After Stuxnet: cyber security must change

21. April 2011 13:58

The mega-virus has ushered in a new era in cyber security

The cyber security panel on Wednesday started off with a discussion of Stuxnet, the uber-virus that sent shock waves through the security world last year. The panel was moderated by Greg Hale of Industrial Safety & Security, and industry web site, and included:
  • Marcus Braendle, Group Head of Cyber Security at ABB
  • Brian Ahern, CEO of Industrial Defender
  • Tim Roxey, Director of Risk Management and Technology at NERC
  • Eric Cosman, Engineering IT Consultant at Dow Chemical

Braendle said the lesson of Stuxnet was that it is impossible to completely protect an industrial system from such a potent and highly targeted attack, and that it was "a matter of when, not if, another such attack will occur."

Stuxnet formed the basis for much of the discussion, with the panelists largely in agreement that there is a disparity between regulatory expectations and the realities of cyber security practice. NERC's Tim Roxey summarized the problem in a rhetorical question.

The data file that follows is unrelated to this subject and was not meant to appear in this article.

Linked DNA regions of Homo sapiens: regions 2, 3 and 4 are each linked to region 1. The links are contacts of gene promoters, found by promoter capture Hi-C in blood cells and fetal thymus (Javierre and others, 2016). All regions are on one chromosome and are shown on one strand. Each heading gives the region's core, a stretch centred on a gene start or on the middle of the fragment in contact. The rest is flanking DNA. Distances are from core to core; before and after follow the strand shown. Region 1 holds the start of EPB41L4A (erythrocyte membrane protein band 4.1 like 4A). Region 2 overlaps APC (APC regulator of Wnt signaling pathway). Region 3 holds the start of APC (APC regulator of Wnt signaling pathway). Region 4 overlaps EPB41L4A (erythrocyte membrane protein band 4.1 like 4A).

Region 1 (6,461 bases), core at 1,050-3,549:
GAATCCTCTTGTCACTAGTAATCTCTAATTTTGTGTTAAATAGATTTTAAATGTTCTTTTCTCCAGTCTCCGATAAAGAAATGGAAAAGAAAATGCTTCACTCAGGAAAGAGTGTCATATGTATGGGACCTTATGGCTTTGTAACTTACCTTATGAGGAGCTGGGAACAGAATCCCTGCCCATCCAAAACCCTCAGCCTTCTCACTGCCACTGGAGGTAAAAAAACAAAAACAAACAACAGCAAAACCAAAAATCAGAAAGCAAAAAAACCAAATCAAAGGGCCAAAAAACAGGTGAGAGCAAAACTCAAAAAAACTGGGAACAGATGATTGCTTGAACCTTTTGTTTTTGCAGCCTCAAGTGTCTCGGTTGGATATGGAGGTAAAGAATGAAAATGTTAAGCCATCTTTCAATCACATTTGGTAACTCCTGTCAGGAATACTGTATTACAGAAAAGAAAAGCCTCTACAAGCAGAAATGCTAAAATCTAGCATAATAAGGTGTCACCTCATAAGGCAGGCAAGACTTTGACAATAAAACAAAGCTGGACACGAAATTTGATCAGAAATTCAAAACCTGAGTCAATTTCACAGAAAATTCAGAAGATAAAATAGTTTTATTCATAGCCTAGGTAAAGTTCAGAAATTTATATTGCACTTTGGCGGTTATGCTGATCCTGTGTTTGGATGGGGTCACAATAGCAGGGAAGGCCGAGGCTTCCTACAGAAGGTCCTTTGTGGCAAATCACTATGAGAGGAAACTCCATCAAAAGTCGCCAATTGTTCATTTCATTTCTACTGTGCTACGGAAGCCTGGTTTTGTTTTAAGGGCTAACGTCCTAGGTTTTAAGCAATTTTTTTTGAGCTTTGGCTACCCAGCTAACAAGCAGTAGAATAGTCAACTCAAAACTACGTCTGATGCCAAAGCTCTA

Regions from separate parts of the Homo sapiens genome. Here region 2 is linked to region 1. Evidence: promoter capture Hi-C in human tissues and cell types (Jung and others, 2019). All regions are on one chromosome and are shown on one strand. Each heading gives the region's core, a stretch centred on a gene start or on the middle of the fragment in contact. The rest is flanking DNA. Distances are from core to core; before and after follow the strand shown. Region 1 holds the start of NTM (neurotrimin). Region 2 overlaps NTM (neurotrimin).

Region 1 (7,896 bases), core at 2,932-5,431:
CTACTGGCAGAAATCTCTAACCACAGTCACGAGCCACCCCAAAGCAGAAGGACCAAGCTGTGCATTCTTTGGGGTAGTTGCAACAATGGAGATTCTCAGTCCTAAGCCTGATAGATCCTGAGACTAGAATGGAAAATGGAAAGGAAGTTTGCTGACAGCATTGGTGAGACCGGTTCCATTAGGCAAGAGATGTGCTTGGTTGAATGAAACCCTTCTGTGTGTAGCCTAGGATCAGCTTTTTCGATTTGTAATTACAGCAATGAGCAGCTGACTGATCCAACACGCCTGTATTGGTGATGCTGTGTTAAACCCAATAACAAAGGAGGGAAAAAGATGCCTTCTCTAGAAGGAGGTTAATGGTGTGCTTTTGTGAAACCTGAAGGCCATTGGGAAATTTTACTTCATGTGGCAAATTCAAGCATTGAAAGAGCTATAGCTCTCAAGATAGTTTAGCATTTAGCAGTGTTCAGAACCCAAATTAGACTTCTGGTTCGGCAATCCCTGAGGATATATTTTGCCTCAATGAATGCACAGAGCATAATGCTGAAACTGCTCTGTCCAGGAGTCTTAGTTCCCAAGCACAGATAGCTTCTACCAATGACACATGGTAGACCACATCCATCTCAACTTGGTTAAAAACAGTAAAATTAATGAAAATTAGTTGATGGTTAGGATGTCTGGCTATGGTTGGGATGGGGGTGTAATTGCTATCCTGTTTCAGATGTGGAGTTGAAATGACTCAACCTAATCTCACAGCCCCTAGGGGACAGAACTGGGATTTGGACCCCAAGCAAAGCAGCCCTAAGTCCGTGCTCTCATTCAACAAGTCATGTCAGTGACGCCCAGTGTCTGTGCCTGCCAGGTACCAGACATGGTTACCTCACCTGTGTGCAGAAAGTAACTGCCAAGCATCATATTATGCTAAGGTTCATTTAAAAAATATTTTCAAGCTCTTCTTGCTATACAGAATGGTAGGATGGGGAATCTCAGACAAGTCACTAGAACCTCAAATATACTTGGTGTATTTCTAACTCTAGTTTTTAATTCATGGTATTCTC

"Is it appropriate to expect a private enterprise to protect against an attack by a nation state?"

Ahern put things in perspective: whether malicious or unintentional, a company’s own employees represent the greatest threat to its IT systems' integrity.

Panelists also agreed that something needs to change in our overall approach to security. In addition to bringing expectations into line with capabilities, users can't rely on OEMs and operating system suppliers to keep their systems safe. Private sector businesses need to have a collaborative relationship with the government rather than the adversarial one they do now.

At the same time, system owners must take cyber security seriously.

Part of the problem there is overcoming human nature to ignore dangers that are not immediate in nature. The quotable Roxey put it bluntly: "we humans suck at risk."


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